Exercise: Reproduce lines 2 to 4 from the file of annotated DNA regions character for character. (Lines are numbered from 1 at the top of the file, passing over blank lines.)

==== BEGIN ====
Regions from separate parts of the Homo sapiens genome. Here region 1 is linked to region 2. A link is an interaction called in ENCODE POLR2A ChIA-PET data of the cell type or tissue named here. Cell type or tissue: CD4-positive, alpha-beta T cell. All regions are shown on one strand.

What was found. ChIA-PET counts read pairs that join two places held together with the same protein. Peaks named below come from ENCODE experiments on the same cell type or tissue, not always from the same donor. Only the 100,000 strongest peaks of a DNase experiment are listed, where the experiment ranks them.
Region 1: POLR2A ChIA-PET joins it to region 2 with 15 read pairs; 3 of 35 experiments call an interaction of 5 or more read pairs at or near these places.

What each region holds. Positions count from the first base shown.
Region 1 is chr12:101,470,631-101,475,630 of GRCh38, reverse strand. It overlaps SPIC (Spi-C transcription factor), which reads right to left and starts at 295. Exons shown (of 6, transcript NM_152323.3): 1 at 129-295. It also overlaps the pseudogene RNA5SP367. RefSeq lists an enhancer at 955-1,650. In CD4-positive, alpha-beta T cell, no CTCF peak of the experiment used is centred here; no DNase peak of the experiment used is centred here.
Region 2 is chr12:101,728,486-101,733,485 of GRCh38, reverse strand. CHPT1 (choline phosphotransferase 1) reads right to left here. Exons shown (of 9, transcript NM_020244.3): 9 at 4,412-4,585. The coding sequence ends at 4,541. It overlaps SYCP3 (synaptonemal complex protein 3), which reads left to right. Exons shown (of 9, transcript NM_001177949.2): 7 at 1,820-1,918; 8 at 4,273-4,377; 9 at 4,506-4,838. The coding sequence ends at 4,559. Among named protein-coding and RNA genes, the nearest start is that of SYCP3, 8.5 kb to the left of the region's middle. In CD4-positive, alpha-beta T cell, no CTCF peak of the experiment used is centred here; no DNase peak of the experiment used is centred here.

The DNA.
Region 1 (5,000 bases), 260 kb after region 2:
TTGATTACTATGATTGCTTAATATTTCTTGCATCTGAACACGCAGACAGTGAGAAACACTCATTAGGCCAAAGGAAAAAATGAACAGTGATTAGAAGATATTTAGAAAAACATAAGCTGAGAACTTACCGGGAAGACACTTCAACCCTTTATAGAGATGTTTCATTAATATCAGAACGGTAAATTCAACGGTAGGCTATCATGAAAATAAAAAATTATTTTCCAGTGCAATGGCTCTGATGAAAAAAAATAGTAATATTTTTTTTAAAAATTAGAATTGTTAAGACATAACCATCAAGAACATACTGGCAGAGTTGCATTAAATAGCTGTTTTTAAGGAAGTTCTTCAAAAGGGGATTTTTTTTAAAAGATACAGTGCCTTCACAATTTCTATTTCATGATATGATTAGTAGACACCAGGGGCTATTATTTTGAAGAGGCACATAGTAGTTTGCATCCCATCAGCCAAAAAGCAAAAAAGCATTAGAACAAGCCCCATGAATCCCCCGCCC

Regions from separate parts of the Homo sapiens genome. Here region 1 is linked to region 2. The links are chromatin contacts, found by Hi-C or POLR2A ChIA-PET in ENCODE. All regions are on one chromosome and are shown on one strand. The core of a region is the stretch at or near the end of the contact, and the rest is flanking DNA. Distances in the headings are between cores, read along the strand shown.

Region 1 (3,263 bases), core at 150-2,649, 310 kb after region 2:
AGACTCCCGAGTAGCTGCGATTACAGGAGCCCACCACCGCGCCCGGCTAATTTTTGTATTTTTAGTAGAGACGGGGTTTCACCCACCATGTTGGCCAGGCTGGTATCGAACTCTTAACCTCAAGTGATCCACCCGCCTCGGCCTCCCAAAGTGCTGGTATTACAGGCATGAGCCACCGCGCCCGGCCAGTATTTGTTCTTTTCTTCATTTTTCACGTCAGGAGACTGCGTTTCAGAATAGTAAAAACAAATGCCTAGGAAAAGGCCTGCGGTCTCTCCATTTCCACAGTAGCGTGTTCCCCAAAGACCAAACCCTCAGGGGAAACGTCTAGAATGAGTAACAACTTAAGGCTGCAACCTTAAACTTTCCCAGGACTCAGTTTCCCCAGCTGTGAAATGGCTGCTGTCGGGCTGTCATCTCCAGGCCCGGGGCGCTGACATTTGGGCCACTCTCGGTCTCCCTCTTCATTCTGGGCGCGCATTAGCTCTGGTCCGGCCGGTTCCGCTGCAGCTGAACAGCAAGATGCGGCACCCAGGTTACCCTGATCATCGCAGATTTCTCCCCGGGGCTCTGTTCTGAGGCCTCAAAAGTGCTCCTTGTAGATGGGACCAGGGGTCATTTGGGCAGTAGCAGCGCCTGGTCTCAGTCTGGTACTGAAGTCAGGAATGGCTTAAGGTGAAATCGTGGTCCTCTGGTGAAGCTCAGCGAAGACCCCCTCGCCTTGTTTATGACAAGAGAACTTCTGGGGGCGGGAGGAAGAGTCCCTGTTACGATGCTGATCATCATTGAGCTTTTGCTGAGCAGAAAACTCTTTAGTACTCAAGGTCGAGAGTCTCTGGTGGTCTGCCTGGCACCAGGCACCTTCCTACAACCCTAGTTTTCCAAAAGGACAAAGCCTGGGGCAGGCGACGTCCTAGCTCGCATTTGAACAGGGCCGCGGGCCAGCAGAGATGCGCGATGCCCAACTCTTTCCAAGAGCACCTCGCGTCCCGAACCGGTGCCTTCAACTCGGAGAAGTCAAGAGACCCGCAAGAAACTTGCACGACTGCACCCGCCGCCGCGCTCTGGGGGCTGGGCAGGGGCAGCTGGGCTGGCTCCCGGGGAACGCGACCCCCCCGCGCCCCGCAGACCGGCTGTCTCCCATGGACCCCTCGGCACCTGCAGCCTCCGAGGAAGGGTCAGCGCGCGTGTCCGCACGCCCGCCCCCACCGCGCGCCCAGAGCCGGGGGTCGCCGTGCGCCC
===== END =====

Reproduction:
What was found. ChIA-PET counts read pairs that join two places held together with the same protein. Peaks named below come from ENCODE experiments on the same cell type or tissue, not always from the same donor. Only the 100,000 strongest peaks of a DNase experiment are listed, where the experiment ranks them.
Region 1: POLR2A ChIA-PET joins it to region 2 with 15 read pairs; 3 of 35 experiments call an interaction of 5 or more read pairs at or near these places.

What each region holds. Positions count from the first base shown.